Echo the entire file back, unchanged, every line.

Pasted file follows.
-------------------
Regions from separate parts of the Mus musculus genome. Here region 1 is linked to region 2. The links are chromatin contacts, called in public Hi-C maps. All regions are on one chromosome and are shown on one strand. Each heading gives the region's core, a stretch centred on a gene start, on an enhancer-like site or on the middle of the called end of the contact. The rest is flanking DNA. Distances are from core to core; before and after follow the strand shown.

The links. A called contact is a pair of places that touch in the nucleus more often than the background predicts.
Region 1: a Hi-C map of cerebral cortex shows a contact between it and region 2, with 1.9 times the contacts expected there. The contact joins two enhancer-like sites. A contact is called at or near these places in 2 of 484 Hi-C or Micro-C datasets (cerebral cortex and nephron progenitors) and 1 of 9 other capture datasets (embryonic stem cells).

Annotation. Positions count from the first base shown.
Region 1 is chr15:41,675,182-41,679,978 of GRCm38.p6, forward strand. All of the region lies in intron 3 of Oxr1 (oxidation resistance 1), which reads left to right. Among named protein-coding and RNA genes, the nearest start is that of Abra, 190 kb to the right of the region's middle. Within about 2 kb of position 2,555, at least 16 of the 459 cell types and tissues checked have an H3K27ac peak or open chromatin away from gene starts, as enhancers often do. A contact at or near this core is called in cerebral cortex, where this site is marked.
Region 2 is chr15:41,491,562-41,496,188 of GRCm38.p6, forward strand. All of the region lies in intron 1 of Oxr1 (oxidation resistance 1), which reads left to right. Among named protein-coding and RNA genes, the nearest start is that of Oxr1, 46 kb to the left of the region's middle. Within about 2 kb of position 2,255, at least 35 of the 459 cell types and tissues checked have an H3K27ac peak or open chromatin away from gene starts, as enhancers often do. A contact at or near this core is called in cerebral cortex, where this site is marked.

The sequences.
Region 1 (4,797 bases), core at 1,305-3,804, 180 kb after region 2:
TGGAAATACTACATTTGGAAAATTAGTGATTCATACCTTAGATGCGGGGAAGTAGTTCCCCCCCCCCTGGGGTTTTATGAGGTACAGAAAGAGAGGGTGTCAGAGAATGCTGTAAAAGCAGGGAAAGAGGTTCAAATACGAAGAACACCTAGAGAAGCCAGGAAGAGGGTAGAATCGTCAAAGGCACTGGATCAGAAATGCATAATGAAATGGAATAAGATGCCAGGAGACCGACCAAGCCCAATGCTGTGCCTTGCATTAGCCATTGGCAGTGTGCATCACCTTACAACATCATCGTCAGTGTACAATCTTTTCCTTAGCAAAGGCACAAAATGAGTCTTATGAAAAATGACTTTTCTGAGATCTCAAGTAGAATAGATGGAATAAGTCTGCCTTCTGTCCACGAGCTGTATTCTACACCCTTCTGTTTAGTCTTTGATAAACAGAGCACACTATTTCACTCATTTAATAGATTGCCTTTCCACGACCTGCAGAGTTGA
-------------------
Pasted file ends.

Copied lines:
Regions from separate parts of the Mus musculus genome. Here region 1 is linked to region 2. The links are chromatin contacts, called in public Hi-C maps. All regions are on one chromosome and are shown on one strand. Each heading gives the region's core, a stretch centred on a gene start, on an enhancer-like site or on the middle of the called end of the contact. The rest is flanking DNA. Distances are from core to core; before and after follow the strand shown.

The links. A called contact is a pair of places that touch in the nucleus more often than the background predicts.
Region 1: a Hi-C map of cerebral cortex shows a contact between it and region 2, with 1.9 times the contacts expected there. The contact joins two enhancer-like sites. A contact is called at or near these places in 2 of 484 Hi-C or Micro-C datasets (cerebral cortex and nephron progenitors) and 1 of 9 other capture datasets (embryonic stem cells).

Annotation. Positions count from the first base shown.
Region 1 is chr15:41,675,182-41,679,978 of GRCm38.p6, forward strand. All of the region lies in intron 3 of Oxr1 (oxidation resistance 1), which reads left to right. Among named protein-coding and RNA genes, the nearest start is that of Abra, 190 kb to the right of the region's middle. Within about 2 kb of position 2,555, at least 16 of the 459 cell types and tissues checked have an H3K27ac peak or open chromatin away from gene starts, as enhancers often do. A contact at or near this core is called in cerebral cortex, where this site is marked.
Region 2 is chr15:41,491,562-41,496,188 of GRCm38.p6, forward strand. All of the region lies in intron 1 of Oxr1 (oxidation resistance 1), which reads left to right. Among named protein-coding and RNA genes, the nearest start is that of Oxr1, 46 kb to the left of the region's middle. Within about 2 kb of position 2,255, at least 35 of the 459 cell types and tissues checked have an H3K27ac peak or open chromatin away from gene starts, as enhancers often do. A contact at or near this core is called in cerebral cortex, where this site is marked.

The sequences.
Region 1 (4,797 bases), core at 1,305-3,804, 180 kb after region 2:
TGGAAATACTACATTTGGAAAATTAGTGATTCATACCTTAGATGCGGGGAAGTAGTTCCCCCCCCCCTGGGGTTTTATGAGGTACAGAAAGAGAGGGTGTCAGAGAATGCTGTAAAAGCAGGGAAAGAGGTTCAAATACGAAGAACACCTAGAGAAGCCAGGAAGAGGGTAGAATCGTCAAAGGCACTGGATCAGAAATGCATAATGAAATGGAATAAGATGCCAGGAGACCGACCAAGCCCAATGCTGTGCCTTGCATTAGCCATTGGCAGTGTGCATCACCTTACAACATCATCGTCAGTGTACAATCTTTTCCTTAGCAAAGGCACAAAATGAGTCTTATGAAAAATGACTTTTCTGAGATCTCAAGTAGAATAGATGGAATAAGTCTGCCTTCTGTCCACGAGCTGTATTCTACACCCTTCTGTTTAGTCTTTGATAAACAGAGCACACTATTTCACTCATTTAATAGATTGCCTTTCCACGACCTGCAGAGTTGA